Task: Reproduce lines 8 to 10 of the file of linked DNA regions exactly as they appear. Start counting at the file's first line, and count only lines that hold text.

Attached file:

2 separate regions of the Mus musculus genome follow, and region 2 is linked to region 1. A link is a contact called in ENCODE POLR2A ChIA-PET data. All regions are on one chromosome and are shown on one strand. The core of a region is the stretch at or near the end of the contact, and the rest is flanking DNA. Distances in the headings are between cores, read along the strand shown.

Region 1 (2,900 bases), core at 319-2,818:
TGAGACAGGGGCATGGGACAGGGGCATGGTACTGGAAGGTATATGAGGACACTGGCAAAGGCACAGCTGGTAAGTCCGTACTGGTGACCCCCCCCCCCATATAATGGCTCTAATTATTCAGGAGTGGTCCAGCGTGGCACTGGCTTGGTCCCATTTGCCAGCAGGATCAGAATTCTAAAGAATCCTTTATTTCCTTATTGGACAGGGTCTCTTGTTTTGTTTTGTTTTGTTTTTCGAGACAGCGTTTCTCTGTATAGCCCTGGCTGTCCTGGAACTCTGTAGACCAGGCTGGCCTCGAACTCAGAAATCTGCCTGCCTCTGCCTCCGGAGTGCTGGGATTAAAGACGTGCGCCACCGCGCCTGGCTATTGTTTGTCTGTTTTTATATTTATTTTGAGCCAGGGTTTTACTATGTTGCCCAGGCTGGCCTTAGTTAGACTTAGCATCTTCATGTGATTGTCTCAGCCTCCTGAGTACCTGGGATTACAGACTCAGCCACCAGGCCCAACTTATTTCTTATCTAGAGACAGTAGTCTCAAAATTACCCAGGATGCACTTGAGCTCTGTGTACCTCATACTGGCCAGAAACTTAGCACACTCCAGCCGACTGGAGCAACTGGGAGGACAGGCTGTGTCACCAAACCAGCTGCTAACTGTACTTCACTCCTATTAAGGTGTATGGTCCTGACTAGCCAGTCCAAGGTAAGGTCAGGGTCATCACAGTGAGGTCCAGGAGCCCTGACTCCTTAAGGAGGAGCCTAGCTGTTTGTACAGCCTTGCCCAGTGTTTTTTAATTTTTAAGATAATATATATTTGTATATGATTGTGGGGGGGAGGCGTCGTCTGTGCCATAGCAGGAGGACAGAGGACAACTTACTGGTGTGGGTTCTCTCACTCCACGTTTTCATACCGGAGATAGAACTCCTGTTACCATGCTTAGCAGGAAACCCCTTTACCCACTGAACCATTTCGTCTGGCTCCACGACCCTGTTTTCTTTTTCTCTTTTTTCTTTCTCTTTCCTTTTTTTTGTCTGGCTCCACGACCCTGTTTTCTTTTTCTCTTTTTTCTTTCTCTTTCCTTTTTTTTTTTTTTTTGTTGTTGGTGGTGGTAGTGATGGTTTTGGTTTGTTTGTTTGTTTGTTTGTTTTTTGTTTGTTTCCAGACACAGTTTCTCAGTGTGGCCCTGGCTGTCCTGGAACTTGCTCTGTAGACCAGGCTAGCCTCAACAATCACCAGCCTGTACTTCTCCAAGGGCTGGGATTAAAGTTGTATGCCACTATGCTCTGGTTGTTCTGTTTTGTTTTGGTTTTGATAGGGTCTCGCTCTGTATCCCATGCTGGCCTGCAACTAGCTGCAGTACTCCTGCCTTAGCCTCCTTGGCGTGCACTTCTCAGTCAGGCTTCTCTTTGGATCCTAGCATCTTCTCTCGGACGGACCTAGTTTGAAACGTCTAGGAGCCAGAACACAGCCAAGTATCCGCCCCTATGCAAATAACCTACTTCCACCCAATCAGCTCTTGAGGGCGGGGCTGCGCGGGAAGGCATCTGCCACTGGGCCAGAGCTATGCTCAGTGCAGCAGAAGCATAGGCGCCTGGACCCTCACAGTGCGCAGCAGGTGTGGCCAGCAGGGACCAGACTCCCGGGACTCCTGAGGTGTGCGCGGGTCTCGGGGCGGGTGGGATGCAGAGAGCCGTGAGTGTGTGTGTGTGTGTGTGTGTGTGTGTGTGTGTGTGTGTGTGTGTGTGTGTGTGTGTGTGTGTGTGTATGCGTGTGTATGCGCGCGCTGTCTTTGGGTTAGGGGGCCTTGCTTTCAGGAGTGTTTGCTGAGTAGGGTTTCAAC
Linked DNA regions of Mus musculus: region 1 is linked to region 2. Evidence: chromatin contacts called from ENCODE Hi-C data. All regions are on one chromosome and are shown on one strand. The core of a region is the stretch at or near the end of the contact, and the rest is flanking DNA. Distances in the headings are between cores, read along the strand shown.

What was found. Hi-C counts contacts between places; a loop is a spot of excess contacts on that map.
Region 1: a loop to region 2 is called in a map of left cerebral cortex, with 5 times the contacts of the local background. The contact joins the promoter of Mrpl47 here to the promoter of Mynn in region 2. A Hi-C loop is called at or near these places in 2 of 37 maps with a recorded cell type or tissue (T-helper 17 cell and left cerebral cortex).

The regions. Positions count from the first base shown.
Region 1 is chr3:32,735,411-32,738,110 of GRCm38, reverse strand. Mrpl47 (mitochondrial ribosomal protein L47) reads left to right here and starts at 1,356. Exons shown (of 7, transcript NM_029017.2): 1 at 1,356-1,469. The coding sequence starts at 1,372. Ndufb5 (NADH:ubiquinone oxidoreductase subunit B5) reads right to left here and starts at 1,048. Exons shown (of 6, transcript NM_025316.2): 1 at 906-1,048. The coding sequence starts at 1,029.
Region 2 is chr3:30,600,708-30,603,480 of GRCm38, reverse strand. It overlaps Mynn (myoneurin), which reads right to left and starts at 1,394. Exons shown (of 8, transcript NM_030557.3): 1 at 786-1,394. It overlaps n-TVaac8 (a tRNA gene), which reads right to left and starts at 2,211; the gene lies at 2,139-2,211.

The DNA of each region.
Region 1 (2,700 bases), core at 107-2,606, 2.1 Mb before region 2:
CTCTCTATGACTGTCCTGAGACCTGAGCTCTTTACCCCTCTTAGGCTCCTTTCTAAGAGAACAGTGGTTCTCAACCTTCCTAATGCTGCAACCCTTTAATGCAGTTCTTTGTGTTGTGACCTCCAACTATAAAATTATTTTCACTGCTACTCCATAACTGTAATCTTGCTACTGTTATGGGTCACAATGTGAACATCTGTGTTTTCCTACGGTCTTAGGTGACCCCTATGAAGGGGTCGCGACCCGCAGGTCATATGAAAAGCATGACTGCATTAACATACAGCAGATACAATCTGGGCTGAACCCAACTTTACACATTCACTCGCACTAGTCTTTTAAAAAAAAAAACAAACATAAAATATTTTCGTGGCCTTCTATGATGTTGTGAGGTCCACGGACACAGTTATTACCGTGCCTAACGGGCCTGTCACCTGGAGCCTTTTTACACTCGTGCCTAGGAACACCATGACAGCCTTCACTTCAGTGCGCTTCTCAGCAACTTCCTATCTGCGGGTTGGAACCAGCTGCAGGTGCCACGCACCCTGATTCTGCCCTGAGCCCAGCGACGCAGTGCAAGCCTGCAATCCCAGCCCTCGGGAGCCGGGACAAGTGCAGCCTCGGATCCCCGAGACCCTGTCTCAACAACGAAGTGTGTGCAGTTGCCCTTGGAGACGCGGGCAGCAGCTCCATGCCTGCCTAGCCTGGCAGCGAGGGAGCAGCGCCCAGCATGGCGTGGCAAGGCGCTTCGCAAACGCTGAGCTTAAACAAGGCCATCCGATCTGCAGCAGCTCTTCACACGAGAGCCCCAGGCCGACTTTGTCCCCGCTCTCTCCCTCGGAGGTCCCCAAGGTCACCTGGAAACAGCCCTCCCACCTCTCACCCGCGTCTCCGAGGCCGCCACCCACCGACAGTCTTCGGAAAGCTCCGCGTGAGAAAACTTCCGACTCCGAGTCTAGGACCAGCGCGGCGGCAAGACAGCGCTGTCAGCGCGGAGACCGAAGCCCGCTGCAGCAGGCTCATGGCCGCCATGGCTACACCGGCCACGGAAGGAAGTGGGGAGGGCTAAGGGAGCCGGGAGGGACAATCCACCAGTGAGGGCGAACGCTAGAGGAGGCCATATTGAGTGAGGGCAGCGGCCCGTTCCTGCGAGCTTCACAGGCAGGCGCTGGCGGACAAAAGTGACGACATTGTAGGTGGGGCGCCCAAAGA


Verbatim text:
Region 1 is chr3:32,735,411-32,738,110 of GRCm38, reverse strand. Mrpl47 (mitochondrial ribosomal protein L47) reads left to right here and starts at 1,356. Exons shown (of 7, transcript NM_029017.2): 1 at 1,356-1,469. The coding sequence starts at 1,372. Ndufb5 (NADH:ubiquinone oxidoreductase subunit B5) reads right to left here and starts at 1,048. Exons shown (of 6, transcript NM_025316.2): 1 at 906-1,048. The coding sequence starts at 1,029.
Region 2 is chr3:30,600,708-30,603,480 of GRCm38, reverse strand. It overlaps Mynn (myoneurin), which reads right to left and starts at 1,394. Exons shown (of 8, transcript NM_030557.3): 1 at 786-1,394. It overlaps n-TVaac8 (a tRNA gene), which reads right to left and starts at 2,211; the gene lies at 2,139-2,211.

The DNA of each region.